Sadness is normal and can be useful argues Helen Russell, who digs into her own personal history with grief, as well as talking to numerous experts, in her new book How To Be Sad …
Sadness is the temporary emotion that we all feel on occasions when we’ve been hurt or something is wrong in our lives. It is a message.
We depend on each other to survive as a species and sadness is the emotion that makes us remember this – because the most common ways to avoid sadness are really ways to avoid feeling. Like trying not to get too close to someone for fear of getting hurt (I’ve been there …). Or avoiding the pursuit of meaningful goals in case we “fail” at them (check …). Or forming addictions to blot out the pain or numb our senses and so “protect” ourselves. Or working all the time, busying ourselves with the hamster wheel of life and distracting ourselves from uncomfortable feelings by scrolling through social media, just for example … If we aim to avoid sadness, even a little, we limit our existence and put ourselves at greater risk of normal sadness tipping over into something more serious.
Suppressing negative or depressive thoughts, to the extent that many of us probably do on a daily basis, has been proven to backfire spectacularly, resulting in depressive symptoms, according to studies. The Harvard University psychologist Daniel Wegner famously led a thought experiment in 1987 where subjects were told not to think about white bears, inspired by the Russian writer Dostoevsky, who once wrote: “Try to post for yourself this task: not to think of a polar and you will see that the cursed thing will come to mind every minute.” So Wegner decided to put this idea to the test.
For five minutes, participants were asked not to think about a white bear, but to ring a bell each time a white bear crossed their minds. Participants in a second group were allowed to think of anything they wanted, but continued to ring a bell each time the thought of a white bear surfaced. The second “expression” group rang the bell far less frequently than the first group, who’d been suppressing their thoughts. A second experiment replicated these findings and Wegner later collaborated with the psychologist Richard Wenzlaff to test the theory further, confirming that trying not to think or feel something sad makes us more prone to anxiety, depressive thoughts and symptoms. It may sound counter-intuitive, but Wegner and Wenzlaff concluded that fighting “sad” actually makes the “sad” worse.
This was certainly my experience.
I know “sad” just as intimately as I know “happiness”. My first ever memory is the day that my sister died, of sudden infant death syndrome (SIDS). My parents split up soon after. I’ve had a sketchy relationship with my body and with food. I’ve had career setbacks as well as relationships that have imploded in agonising ways. Infertility, IVF and bed rest weren’t exactly a hoot either.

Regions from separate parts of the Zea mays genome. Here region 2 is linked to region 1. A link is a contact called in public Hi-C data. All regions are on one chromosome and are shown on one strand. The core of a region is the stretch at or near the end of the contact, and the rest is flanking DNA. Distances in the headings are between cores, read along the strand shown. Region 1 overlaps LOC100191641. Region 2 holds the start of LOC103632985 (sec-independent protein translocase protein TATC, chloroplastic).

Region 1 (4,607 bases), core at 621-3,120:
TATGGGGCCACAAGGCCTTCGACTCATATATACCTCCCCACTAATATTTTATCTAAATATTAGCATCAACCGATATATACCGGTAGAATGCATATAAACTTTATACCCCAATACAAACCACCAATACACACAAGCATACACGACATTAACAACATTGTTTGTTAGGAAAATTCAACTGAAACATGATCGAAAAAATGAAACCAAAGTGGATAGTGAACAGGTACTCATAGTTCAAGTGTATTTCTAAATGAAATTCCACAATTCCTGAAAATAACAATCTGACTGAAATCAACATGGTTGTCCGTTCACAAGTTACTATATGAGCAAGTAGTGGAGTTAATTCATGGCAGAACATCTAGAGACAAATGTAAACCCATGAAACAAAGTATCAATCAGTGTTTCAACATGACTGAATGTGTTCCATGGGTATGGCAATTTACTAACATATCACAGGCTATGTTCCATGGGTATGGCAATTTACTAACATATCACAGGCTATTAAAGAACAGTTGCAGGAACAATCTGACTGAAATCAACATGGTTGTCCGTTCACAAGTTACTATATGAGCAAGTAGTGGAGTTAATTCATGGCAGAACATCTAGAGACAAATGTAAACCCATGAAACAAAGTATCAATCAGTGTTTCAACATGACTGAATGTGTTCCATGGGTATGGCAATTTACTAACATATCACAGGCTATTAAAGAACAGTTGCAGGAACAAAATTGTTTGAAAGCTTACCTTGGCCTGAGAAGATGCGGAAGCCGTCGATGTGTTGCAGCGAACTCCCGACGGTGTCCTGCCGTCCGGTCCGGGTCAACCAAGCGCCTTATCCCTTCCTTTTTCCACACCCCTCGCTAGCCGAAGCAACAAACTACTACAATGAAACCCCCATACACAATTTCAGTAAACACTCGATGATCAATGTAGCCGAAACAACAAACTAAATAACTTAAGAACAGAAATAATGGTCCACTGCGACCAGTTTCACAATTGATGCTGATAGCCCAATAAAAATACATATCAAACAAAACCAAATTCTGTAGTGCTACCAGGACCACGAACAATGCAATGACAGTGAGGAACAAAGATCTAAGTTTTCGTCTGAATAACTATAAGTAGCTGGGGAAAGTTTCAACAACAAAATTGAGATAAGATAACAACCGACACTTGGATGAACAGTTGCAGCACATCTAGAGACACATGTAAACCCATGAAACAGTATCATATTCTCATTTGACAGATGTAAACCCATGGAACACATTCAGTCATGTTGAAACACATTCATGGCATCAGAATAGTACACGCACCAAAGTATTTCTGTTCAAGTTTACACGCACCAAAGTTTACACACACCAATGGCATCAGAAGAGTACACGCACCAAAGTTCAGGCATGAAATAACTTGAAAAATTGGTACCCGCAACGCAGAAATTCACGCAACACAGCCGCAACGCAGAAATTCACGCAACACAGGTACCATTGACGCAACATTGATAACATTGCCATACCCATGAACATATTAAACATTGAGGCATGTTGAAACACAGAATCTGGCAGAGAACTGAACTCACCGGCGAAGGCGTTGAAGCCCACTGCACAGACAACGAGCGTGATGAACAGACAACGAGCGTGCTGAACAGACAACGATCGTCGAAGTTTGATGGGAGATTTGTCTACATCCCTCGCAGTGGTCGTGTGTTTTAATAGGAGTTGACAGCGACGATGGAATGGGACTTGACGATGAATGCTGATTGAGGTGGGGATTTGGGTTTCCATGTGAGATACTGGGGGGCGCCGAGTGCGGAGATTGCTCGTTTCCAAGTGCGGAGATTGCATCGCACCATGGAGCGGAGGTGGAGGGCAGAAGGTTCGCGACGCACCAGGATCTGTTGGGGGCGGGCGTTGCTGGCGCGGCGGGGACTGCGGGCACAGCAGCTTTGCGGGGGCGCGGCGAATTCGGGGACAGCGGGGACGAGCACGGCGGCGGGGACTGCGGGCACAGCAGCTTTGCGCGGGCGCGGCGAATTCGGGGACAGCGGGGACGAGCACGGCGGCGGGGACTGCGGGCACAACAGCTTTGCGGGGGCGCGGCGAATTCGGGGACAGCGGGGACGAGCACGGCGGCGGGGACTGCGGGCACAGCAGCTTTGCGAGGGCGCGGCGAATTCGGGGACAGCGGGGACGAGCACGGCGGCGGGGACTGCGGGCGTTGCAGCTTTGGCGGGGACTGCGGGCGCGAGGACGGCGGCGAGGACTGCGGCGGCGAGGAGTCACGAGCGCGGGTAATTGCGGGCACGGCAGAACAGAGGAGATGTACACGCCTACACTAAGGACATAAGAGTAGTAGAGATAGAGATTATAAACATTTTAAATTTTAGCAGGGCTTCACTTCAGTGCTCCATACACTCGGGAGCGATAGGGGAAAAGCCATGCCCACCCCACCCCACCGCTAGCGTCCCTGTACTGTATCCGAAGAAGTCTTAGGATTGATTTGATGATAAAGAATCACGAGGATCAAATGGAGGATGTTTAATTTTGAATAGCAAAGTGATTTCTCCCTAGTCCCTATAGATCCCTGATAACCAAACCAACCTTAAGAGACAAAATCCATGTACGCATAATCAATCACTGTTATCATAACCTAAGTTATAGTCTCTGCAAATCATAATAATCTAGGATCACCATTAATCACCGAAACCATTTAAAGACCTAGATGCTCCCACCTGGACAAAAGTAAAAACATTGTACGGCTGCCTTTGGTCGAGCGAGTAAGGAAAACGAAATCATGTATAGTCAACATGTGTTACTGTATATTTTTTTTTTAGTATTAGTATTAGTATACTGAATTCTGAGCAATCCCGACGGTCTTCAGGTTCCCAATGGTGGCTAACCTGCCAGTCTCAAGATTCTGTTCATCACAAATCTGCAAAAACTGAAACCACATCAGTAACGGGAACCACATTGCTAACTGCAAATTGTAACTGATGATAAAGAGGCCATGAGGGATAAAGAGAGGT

Even the things that have brought the greatest joy have also brought challenges. Challenges that have been harder to process than they might have been – because we don’t tend to talk about sadness enough in our culture. Many of us will have been raised with the assumption that “what we don’t talk about can’t hurt us”, and, for a long time, “not talking” about being sad was seen as a sign of strength. But really, the opposite is true. And learning how to be sad, better, is something we need right now, more than ever.
Since the onset of the coronavirus, much of what we relied on and took for granted has gone. The enforced slowness of lockdown stripped everything back, so that our internal dialogue could be heard more loudly – with no respite or escape to the busyness of “normal” life. Some have been separated from loved ones. Some are alone. Some are afraid. Some have been trapped at home in a relationship with someone with whom, it is now apparent, a continued relationship depended on not being trapped at home together. No one is sure what the world will look like after or how we’ll recover – economically or emotionally, with staggeringly high unemployment and a recession looming. Many of us will experience losses and all of us will have felt something change. And because we’re more globally connected – at least, digitally, today – we’re more aware of what’s going on around us.
Suppressing negative or depressive thoughts, to the extent that many of us probably do on a daily basis, has been proven to backfire spectacularly, resulting in depressive symptoms, according to studies.